We’ve all had moments when a friend, colleague or acquaintance mentions a book or a band or a news event that we’ve never heard of or know nothing about. Rather than just admitting our lack of knowledge, we try to save face and pretend we know what they’re talking about – avoiding having to utter those three difficult words: I don’t know.
In this author’s update, Cohen explains how the idea to write the piece came to her:
While I was flattered by the invitation to write for Cognoscenti, my first thought was that I couldn’t possibly contribute anything. I am hardly ‘in the know.’ I’m not an expert on anything. If I were to submit a piece, wouldn’t that be tantamount to passing myself off as something I’m not? Then it dawned: perhaps I could write a piece about exactly that – how liberating it can be to unmask oneself as being not in the know.
– L.H.C. 12/10/12
The idea struck a chord with readers. The piece shot to the top of the “Most Popular” lists on both wbur.org and Cog; it was picked up by Hacker News and was circulated near and far.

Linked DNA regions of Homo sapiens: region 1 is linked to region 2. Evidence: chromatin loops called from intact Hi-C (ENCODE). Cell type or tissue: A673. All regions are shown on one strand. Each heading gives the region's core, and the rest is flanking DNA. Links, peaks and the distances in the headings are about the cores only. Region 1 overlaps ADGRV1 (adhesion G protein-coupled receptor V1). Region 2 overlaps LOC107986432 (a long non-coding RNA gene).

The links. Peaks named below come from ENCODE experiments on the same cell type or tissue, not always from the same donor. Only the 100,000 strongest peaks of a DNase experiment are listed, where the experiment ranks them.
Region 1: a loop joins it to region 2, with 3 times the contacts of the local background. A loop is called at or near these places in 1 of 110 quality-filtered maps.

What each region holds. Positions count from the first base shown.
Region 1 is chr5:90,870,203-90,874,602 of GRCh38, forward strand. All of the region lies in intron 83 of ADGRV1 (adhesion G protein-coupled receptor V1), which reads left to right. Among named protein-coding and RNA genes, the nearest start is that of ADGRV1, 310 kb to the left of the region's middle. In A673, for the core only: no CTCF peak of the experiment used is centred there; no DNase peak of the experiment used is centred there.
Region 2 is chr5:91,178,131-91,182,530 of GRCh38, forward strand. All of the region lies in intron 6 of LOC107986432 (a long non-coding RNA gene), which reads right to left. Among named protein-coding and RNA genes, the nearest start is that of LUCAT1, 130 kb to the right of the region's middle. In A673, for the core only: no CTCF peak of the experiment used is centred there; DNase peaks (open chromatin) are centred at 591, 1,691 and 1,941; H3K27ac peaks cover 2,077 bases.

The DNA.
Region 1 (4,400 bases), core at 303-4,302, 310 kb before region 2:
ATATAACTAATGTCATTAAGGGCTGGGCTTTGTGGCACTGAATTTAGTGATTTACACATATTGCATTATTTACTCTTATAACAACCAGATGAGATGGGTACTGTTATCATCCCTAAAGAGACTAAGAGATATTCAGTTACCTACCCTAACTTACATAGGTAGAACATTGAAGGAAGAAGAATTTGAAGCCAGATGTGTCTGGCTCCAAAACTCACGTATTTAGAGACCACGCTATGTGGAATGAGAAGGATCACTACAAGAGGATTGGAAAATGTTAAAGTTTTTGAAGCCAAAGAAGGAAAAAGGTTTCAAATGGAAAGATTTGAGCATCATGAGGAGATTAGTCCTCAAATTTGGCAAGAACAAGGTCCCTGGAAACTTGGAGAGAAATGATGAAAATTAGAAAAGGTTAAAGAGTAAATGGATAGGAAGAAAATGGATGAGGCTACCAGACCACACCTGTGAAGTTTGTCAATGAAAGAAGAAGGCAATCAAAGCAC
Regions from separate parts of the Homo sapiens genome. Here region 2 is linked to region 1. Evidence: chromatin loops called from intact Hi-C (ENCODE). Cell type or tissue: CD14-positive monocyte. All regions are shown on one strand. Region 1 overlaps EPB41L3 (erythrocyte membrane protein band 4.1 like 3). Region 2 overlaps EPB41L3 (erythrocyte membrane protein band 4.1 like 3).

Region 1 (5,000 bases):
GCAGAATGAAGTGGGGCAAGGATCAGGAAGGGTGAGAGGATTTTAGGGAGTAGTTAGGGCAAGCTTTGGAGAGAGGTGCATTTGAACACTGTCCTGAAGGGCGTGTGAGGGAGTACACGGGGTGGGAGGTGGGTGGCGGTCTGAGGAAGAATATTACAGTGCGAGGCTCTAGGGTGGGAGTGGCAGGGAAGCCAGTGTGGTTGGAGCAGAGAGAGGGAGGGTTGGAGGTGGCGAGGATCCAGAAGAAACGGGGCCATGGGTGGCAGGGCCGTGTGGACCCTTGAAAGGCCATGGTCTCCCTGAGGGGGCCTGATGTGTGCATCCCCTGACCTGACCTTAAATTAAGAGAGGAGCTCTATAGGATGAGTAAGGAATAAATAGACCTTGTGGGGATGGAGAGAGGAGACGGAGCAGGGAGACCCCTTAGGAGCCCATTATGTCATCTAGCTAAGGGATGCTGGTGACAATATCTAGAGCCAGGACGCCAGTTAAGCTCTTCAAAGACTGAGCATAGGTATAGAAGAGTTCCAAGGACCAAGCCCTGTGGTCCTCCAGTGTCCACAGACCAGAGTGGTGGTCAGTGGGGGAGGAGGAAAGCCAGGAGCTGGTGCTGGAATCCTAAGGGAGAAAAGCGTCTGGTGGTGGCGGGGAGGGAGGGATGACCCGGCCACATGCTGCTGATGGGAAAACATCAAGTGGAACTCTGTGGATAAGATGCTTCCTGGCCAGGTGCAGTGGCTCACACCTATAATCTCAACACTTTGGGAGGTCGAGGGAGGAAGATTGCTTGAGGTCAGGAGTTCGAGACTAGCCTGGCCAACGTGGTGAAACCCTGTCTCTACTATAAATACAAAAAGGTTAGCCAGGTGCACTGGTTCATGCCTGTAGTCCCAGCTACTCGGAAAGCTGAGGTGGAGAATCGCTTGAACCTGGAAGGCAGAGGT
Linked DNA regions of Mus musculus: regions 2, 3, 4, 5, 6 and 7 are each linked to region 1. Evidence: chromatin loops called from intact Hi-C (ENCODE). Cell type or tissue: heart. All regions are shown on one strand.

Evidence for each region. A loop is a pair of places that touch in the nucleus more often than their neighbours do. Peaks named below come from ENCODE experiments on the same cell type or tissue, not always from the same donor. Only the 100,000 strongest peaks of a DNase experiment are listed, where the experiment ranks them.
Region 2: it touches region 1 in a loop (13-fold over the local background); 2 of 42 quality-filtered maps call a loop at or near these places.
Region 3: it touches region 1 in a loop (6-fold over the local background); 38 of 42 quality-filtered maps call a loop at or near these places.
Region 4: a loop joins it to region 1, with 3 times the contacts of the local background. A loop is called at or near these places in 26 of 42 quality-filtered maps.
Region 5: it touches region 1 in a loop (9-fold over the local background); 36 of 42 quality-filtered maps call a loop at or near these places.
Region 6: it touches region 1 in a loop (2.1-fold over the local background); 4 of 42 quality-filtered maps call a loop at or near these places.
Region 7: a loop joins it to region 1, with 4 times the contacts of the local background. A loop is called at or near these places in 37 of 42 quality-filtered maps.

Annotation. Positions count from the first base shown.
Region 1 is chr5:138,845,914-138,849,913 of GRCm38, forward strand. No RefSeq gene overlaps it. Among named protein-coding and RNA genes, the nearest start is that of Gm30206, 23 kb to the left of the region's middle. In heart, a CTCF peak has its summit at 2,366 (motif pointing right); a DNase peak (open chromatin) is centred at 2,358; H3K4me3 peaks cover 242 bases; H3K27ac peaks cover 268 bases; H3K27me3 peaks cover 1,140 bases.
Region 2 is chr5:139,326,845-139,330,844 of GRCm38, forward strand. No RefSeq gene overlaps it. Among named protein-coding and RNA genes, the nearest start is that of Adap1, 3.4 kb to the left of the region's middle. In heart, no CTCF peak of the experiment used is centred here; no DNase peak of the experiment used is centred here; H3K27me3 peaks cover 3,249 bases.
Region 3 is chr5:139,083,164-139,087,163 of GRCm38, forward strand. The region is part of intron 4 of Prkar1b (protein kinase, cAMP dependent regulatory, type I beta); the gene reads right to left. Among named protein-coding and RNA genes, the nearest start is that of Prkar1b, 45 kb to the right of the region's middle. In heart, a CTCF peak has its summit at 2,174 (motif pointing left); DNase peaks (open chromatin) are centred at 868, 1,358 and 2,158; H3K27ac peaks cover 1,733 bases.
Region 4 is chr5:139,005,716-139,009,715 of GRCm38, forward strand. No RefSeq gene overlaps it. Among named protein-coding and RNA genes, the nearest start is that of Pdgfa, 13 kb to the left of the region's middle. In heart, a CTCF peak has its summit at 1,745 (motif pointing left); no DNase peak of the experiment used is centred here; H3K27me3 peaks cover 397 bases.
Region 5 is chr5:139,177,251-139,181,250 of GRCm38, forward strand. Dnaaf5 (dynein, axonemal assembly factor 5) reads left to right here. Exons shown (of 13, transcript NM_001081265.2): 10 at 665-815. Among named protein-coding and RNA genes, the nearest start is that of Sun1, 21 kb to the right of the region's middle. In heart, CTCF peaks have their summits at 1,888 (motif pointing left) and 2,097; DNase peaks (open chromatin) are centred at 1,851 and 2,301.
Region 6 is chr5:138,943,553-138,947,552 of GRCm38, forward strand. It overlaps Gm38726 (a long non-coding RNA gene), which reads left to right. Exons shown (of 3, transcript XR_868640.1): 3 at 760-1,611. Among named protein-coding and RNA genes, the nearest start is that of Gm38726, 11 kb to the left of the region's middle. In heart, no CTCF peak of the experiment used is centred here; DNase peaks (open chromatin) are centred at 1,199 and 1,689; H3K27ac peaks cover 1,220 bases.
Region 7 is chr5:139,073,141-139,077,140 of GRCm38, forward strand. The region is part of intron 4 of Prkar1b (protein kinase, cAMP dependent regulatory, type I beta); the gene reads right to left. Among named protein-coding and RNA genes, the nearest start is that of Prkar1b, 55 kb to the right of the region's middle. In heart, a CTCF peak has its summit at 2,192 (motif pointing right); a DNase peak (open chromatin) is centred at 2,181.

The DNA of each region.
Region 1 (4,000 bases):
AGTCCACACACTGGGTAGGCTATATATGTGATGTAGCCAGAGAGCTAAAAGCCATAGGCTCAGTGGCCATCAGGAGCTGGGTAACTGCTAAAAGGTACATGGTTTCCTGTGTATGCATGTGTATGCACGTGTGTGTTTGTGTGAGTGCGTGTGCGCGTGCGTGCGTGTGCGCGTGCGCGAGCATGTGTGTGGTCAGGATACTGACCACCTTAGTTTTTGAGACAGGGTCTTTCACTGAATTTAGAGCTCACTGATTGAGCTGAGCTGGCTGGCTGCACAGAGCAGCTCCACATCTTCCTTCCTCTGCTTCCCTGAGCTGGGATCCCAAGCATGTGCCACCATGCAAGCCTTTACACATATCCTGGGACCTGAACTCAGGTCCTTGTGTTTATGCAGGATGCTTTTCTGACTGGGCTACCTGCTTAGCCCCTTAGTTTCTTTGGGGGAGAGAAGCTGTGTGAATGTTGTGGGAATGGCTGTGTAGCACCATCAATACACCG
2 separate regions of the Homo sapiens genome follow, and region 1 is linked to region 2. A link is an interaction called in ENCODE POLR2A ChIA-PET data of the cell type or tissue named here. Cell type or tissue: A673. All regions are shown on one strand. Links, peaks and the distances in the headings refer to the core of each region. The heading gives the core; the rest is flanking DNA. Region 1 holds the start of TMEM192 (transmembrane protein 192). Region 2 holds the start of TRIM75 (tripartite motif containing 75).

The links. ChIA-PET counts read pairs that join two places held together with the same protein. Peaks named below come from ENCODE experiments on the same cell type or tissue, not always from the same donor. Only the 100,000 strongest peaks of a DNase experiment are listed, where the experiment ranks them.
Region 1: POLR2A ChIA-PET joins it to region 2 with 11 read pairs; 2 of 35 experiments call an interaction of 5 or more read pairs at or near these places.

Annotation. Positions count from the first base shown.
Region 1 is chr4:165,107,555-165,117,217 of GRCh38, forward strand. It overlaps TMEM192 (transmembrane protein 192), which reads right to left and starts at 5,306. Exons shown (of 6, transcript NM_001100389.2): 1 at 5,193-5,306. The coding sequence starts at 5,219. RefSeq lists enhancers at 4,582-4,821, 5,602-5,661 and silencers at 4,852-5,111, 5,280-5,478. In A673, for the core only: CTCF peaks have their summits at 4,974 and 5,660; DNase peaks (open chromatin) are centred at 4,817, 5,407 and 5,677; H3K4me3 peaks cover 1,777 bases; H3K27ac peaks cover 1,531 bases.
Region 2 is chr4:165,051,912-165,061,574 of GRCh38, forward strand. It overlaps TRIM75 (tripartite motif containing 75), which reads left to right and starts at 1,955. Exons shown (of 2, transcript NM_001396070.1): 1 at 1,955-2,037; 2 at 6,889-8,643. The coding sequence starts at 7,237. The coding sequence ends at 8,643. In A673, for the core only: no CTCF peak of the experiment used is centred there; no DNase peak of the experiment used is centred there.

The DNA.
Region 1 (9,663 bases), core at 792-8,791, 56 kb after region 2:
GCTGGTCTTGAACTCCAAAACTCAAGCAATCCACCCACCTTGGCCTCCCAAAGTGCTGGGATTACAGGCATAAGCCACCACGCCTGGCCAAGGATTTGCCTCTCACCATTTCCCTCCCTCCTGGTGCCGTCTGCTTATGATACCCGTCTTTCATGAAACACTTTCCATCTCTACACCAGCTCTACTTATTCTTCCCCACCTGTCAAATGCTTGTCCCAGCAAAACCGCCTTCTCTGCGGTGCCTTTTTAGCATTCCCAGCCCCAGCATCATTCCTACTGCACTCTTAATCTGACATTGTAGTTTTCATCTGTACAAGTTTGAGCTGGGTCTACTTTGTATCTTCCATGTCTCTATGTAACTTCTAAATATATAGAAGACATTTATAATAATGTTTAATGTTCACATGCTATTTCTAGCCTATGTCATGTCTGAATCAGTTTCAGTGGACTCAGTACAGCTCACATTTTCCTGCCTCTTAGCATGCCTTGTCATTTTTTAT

What surprised us most wasn’t that the piece did so well, but rather that it had such a profound interdisciplinary resonance. Though Cohen’s perspective was that of an educator, commenters remarked that this is ”also a HUGE problem in the corporate world,” in information technology, and in social situations:
ScrappyT: I also think that part of the problem is the internet age and the deluge of information. I will often respond, for example, that I am familiar with a certain band when my friend asks me. Only later do I realize that while I have read a little about them on a blog or seen their name mentioned places, I have never even heard their music. The name rang a bell, but really I knew nothing. I think more and more of us have mile wide and inch deep knowledge of many topics. Or ten miles wide and a millimeter deep.
On Oct. 22, 2012 Cohen joined Radio Boston to discuss the culture of academia and the pursuit of knowledge:
You can read the original piece here.